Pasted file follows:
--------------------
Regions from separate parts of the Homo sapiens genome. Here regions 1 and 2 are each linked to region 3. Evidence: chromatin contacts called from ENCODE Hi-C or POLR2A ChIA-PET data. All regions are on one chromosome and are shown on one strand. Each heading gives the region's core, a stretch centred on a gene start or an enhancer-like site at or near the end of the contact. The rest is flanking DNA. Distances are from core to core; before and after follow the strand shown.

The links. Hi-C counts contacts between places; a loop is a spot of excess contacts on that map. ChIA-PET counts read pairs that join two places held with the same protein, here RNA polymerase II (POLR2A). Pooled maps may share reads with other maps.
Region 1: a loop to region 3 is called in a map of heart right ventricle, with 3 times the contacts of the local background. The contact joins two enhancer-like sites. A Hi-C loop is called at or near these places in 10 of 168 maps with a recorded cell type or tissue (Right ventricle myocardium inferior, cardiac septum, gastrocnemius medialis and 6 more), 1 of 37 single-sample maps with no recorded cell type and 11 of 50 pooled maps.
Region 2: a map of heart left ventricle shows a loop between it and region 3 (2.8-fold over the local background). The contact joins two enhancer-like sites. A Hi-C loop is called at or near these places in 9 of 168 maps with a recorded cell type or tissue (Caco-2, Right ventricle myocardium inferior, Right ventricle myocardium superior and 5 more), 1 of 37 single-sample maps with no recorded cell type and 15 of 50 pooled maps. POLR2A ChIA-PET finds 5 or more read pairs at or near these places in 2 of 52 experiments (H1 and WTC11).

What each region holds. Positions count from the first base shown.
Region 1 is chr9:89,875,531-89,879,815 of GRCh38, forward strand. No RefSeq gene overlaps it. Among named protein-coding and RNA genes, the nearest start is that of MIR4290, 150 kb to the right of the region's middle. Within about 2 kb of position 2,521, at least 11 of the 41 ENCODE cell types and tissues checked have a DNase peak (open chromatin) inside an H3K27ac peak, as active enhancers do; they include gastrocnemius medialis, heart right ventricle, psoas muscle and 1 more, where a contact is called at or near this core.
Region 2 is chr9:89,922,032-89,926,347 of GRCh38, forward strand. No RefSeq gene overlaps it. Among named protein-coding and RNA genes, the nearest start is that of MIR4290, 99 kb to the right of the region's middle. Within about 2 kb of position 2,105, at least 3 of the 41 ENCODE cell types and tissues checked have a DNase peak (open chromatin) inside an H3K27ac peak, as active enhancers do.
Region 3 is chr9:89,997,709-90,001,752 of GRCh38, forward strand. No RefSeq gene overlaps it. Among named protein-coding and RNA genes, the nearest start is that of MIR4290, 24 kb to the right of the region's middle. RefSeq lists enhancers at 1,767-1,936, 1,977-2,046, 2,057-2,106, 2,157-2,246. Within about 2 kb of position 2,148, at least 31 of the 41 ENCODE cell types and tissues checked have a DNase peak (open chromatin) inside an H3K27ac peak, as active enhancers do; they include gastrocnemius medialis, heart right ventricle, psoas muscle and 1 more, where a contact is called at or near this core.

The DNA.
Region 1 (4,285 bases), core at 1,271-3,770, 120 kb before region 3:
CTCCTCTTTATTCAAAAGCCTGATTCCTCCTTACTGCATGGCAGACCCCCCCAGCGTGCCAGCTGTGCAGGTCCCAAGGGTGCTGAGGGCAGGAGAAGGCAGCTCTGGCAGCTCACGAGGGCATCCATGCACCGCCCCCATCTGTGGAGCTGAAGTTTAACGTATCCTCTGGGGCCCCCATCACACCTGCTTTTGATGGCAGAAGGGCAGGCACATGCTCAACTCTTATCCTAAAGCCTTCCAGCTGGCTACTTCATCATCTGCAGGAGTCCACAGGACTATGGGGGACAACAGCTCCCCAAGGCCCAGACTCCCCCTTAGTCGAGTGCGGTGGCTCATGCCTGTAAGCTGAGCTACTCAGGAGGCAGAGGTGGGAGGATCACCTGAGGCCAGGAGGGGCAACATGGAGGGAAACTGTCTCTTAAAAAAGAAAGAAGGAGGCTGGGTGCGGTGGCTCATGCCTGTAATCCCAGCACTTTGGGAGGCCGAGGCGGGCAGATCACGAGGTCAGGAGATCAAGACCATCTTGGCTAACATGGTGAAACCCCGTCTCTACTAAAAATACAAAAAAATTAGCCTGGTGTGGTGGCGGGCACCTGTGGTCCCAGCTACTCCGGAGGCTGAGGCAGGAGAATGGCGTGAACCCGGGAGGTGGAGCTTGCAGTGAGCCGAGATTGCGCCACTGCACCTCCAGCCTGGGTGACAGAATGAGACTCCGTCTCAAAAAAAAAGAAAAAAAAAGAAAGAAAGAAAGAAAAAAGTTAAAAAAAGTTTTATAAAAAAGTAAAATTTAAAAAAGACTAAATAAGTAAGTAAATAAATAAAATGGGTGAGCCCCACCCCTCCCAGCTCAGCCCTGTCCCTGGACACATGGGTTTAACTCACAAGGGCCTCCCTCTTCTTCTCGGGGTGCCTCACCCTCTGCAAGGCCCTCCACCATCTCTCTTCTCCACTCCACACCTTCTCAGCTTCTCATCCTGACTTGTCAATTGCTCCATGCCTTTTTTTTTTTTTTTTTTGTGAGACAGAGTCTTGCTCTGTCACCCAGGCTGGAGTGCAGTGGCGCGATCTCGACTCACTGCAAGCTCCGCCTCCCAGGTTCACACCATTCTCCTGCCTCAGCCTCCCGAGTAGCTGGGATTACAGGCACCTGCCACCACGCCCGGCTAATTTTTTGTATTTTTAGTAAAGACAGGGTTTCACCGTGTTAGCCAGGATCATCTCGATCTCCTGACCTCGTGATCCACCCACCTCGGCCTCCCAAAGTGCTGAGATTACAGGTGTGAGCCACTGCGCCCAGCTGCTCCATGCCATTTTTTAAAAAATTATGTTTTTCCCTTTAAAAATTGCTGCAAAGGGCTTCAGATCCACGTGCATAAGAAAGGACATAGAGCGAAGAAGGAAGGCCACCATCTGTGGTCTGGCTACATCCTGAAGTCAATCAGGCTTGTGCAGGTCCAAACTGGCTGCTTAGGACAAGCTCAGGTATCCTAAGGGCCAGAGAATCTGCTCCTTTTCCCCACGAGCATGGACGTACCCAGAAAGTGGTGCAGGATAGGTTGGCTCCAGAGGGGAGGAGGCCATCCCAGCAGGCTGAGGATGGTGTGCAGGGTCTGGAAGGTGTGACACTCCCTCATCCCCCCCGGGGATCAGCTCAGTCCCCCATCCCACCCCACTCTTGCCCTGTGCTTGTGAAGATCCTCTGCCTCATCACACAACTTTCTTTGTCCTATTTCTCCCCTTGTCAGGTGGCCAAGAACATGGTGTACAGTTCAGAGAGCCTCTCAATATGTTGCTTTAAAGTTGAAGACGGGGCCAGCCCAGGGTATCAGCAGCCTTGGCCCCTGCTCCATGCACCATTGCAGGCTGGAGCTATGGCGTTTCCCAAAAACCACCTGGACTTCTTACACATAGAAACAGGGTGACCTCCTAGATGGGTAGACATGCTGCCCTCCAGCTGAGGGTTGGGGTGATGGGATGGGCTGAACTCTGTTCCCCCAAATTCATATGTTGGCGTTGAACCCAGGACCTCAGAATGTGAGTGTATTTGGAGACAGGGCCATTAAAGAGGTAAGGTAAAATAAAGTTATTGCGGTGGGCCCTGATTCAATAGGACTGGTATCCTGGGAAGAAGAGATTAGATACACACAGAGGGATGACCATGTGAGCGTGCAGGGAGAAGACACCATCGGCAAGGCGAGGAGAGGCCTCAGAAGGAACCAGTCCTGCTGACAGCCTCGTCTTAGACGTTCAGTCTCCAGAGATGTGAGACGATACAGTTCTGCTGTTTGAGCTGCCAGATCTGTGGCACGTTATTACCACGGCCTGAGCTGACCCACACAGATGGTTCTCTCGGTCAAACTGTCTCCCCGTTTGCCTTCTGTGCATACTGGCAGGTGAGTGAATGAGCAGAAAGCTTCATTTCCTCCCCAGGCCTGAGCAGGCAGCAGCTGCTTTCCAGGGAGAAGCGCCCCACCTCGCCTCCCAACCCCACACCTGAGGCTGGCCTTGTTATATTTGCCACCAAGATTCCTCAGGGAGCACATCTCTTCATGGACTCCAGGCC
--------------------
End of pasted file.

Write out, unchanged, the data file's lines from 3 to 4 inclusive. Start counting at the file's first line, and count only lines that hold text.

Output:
Region 1: a loop to region 3 is called in a map of heart right ventricle, with 3 times the contacts of the local background. The contact joins two enhancer-like sites. A Hi-C loop is called at or near these places in 10 of 168 maps with a recorded cell type or tissue (Right ventricle myocardium inferior, cardiac septum, gastrocnemius medialis and 6 more), 1 of 37 single-sample maps with no recorded cell type and 11 of 50 pooled maps.
Region 2: a map of heart left ventricle shows a loop between it and region 3 (2.8-fold over the local background). The contact joins two enhancer-like sites. A Hi-C loop is called at or near these places in 9 of 168 maps with a recorded cell type or tissue (Caco-2, Right ventricle myocardium inferior, Right ventricle myocardium superior and 5 more), 1 of 37 single-sample maps with no recorded cell type and 15 of 50 pooled maps. POLR2A ChIA-PET finds 5 or more read pairs at or near these places in 2 of 52 experiments (H1 and WTC11).